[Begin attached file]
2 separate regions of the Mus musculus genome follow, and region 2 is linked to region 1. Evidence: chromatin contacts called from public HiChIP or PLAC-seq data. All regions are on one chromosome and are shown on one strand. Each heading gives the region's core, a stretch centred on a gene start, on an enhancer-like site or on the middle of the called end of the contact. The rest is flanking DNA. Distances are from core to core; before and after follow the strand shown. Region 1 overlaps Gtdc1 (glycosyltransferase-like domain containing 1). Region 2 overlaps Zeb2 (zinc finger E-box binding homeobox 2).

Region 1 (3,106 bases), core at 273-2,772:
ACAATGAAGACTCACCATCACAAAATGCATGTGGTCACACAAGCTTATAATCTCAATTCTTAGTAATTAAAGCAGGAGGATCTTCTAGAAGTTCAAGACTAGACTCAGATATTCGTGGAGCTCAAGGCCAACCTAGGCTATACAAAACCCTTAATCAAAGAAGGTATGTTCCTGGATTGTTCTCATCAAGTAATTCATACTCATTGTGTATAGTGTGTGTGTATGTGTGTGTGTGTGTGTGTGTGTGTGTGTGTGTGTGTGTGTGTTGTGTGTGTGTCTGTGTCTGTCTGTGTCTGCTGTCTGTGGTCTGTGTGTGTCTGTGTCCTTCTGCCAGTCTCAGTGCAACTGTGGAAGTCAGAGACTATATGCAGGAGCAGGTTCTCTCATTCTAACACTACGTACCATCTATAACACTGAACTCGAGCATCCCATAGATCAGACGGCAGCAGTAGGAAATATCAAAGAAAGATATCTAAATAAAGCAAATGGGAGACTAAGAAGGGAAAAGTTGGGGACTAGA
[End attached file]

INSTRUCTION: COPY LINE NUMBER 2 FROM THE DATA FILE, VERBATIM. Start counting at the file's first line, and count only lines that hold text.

Region 1 (3,106 bases), core at 273-2,772: